ABLE’s leaders overcame their “collective action” problem and quickly grew their constituency to 14 chapters, 5 in New Jersey, by providing selective incentives that were available for those joining the effort, such as career advice, help with job complaints and social functions. They implemented an open, collaborative decision-making process that attracted blue-collar as well as white-collar employees. They overcame differences, in the perspectives and priorities of white-collar and blue-collar African-American Bell Lab employees by considering and encouraging everybody’s input and participation in decisions. The blue-collar employees wanted to focus on their grievances because the labor unions they were members of were not doing a good job representing them. The white-collar employees wanted to focus on increasing the minorities and women studying science and math, to increase minority and women scientists and engineers, employed on the technical staff. ABLE’s victories included getting Bell to provide career development throughout all job classifications, to begin recruiting more minority employees and to start the Bell Labs' Collective Effort Management Development Program to help minority technical employees move to supervisory positions.
Kent Amos, who set up an employee association, similar to ABLE at Xerox, notes, “Everybody's looking at the Japanese and quality circles and the like. But there is no better classic American example of how employee involvement can work in industry today than the black caucuses and employee groups in major companies."
The almost 40 years of support and resources Bell Labs has provided for CRFP/SRP/GRPW, was due to effective organizing by ABLE. This support continued through reorganizations of AT&T in 1984 (divestiture), 1996 (trivestiture), 2005 (acquired by SBC) and 2007 (acquisition of BellSouth and Cingular). ABLE, based on its’ founders motivation, access to salient information, and deliberative processes developed creative strategies to interact with these and other environmental changes. The results of these strategies were a significant improvement in the quality of work life for minorities and women at Bell Laboratories; increased corporate/community involvement, and a significant increase in the number of minority and women Ph.D. scientists and engineers. Similar organizing and leadership, across more organizations is needed to replicate CRFP/SRP/GRPW’s successes and significantly increase minority and female scientists and engineers, as Bell Labs management had hoped.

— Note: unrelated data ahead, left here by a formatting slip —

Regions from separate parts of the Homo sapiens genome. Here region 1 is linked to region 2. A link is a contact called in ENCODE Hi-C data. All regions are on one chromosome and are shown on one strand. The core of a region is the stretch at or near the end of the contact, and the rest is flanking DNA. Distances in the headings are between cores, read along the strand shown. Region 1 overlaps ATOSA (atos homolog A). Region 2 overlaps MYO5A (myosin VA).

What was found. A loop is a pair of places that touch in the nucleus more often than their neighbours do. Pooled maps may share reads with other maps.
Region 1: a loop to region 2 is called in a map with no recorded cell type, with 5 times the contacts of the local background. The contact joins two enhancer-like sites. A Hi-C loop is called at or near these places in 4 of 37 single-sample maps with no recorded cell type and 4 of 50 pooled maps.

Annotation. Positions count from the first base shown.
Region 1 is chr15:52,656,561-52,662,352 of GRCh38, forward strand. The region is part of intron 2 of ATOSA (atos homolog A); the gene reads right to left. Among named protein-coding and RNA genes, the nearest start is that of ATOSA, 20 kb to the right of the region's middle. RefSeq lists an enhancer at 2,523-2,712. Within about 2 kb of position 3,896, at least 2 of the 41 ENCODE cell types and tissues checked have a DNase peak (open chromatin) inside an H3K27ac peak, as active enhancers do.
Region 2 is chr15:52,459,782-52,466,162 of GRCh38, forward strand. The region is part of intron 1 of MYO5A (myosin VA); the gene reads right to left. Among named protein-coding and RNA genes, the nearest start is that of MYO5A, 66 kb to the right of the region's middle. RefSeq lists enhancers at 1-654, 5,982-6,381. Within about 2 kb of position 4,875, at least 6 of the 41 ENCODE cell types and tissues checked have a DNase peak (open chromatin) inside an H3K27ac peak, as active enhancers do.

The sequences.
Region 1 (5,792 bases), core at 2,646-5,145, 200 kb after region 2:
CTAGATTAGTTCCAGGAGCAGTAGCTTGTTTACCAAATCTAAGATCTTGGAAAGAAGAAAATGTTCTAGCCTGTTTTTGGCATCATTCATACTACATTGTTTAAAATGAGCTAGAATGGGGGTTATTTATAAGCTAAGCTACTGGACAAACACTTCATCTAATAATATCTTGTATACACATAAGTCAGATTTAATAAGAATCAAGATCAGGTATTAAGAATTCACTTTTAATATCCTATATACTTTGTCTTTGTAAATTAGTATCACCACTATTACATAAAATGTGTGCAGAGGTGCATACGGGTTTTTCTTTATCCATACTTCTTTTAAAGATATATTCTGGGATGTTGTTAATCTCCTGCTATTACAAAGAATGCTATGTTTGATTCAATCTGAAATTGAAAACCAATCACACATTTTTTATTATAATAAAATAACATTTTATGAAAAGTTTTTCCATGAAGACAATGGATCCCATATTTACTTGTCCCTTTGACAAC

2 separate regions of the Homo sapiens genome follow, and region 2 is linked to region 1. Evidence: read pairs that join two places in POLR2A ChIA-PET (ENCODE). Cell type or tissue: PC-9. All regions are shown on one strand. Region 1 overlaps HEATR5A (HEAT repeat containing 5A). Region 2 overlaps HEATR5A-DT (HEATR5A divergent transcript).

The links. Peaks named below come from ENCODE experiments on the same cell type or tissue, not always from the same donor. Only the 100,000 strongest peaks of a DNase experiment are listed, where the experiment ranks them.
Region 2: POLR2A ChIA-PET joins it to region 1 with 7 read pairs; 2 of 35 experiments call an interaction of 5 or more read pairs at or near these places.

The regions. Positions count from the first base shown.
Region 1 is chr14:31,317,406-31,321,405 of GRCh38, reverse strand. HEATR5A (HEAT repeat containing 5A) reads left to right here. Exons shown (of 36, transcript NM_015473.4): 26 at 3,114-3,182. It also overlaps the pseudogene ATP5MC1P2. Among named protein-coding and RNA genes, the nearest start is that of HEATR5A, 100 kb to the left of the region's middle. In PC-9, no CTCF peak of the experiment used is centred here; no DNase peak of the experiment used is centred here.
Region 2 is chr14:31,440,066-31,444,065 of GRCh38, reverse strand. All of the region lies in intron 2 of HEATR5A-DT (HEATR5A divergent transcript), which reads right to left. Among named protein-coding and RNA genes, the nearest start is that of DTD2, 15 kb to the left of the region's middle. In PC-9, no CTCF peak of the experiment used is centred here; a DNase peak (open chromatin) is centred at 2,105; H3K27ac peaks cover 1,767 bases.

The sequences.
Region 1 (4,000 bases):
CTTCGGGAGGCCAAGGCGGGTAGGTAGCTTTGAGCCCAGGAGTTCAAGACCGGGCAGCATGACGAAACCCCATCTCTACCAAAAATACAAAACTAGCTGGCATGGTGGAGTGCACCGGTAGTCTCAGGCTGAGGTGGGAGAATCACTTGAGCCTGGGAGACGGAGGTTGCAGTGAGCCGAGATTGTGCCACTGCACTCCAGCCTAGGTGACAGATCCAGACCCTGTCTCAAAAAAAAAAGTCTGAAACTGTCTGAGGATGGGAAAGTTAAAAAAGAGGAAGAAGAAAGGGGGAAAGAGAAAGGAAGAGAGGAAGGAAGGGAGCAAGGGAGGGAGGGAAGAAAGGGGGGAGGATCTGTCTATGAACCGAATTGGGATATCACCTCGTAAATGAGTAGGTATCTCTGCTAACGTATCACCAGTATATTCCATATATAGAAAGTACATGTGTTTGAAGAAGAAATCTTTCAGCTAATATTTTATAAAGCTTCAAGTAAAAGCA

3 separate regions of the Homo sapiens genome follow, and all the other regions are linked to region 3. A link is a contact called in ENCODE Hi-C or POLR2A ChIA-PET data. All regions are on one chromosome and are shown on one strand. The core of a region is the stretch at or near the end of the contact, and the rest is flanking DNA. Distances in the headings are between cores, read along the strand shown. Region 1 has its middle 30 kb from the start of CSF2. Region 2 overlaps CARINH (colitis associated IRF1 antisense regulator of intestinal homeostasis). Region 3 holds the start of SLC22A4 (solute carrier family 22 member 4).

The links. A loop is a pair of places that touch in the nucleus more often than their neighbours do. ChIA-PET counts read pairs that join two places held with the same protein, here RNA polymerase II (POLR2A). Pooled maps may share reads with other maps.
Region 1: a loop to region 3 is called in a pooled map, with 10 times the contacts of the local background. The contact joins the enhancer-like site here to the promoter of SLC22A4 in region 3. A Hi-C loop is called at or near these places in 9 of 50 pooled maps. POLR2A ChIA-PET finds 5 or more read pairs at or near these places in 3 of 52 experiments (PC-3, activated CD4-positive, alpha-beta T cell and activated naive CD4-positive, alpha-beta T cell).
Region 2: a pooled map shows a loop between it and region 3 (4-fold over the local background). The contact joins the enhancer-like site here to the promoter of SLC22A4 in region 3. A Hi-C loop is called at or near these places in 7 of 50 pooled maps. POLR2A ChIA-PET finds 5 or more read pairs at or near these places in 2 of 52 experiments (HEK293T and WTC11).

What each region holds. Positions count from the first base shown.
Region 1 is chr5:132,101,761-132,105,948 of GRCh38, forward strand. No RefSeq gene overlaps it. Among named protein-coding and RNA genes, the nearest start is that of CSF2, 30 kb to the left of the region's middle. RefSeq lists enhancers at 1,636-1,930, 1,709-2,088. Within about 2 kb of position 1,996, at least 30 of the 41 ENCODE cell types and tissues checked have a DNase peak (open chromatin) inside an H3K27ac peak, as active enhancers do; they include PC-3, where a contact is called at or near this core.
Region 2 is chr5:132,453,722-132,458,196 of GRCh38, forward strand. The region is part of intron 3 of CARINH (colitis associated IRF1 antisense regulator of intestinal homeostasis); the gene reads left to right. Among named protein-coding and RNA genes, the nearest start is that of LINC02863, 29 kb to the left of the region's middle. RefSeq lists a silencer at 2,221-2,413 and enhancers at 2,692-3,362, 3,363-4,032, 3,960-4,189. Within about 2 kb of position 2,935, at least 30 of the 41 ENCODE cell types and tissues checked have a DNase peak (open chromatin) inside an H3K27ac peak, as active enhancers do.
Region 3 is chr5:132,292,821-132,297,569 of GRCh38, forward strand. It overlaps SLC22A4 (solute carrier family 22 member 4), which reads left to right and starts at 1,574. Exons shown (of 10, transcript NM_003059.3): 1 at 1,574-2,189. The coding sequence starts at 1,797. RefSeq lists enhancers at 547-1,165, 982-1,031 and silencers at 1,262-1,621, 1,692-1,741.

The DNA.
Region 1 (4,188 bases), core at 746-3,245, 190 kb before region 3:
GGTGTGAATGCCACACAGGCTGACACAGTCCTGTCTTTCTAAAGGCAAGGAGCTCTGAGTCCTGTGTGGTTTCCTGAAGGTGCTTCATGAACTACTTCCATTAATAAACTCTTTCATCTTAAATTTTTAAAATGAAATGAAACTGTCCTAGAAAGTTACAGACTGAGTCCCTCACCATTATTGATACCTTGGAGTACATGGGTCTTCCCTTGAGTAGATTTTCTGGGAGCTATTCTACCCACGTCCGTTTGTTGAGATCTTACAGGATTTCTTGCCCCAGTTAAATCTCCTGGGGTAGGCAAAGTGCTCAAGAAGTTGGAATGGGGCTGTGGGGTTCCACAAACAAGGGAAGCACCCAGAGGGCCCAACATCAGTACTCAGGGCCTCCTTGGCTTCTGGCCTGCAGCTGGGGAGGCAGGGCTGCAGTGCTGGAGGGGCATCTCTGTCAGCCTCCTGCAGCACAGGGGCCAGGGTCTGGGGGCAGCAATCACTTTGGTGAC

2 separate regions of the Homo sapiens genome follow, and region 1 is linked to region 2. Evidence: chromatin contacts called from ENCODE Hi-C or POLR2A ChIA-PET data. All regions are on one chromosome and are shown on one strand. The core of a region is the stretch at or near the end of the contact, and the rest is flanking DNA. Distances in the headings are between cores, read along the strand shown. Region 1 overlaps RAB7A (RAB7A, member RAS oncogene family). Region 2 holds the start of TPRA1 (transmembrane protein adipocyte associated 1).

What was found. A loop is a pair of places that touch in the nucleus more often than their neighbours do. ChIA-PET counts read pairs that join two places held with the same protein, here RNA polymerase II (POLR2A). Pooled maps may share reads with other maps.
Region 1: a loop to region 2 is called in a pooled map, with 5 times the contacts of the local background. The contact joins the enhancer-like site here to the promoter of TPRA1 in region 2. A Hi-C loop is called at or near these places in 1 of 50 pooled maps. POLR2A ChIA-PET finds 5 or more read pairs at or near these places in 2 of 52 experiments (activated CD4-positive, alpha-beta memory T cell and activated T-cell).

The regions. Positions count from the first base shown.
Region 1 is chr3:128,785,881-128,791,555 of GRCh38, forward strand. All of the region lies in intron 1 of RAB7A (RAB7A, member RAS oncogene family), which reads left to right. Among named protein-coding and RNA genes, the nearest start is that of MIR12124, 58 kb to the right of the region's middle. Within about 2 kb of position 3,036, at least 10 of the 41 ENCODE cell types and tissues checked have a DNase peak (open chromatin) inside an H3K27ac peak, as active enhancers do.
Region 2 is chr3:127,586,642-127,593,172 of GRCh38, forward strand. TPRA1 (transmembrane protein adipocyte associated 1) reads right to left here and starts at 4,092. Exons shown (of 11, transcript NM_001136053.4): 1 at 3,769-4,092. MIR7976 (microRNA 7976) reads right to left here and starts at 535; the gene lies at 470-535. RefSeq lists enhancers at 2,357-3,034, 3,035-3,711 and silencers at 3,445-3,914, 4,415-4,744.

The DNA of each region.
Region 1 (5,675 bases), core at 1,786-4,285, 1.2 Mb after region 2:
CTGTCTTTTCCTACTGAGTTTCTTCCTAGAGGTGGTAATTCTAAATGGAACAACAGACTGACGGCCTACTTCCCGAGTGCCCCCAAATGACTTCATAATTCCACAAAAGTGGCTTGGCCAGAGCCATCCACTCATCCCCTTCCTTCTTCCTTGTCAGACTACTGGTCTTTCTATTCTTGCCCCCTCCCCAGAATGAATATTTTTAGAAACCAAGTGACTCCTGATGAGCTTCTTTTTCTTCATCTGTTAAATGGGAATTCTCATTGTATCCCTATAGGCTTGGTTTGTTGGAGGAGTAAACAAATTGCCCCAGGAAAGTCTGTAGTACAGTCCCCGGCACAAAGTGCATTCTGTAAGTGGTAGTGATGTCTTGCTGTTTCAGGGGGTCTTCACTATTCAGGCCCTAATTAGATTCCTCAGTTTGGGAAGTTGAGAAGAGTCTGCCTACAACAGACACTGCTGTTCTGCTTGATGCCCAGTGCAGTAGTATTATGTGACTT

Future: ABLE’s Prodigies or Protégés- CRFP/SRP/GRPW Fellows
With Bell Labs downsizing can ABLE’s prodigies be as successful as their mentors, in preserving and enhancing the Bell Labs Fellowship programs? The Fellows are highly motivated and are in key positions to access salient knowledge about possible constituencies, opponents and allies for preserving and enhancing these programs. The immediate question is whether they are interested in making commitments to creating an organizational structure that facilitates interactions with each other and developing the “strategic capacity” to response to new opportunities/challenges in the environment which include:
- U.S. financial commitment to research may have plateaued in recent years, with the federal government shifting more of its funding towards basic and applied research, while industry concentrates on development. The worst economic recession, since the Great Depression, is impacting spending on research and development; jobs for scientists and engineers; and R&D outsourcing.The America COMPETES Reauthorization Act of 2010 provides $85.6 billion over the next five years to research and education. This is on top of federal spending on non-military research jumping from $36 billion to nearly $64 billion a year, over the last decade. Over the past 5 years, expanded business spending has accounted for much of the nation's R&D growth.
- The U.S. has a very strong system of university research, but K-to-12 school students are lagging behind students from many countries. “U.S. K-12 education in mathematics and science ranks 48th worldwide; 49% of U.S. adults don't know how long it takes for the Earth to circle the sun; China has replaced the United States as the world's top high-technology exporter. Although U.S. school achievement scores have stagnated, harming the economy as employers look elsewhere for competent workers, the report says that other nations have made gains. If the USA's students matched Finland's, for example, analysis suggests the U.S. economy would grow 9%-16%.”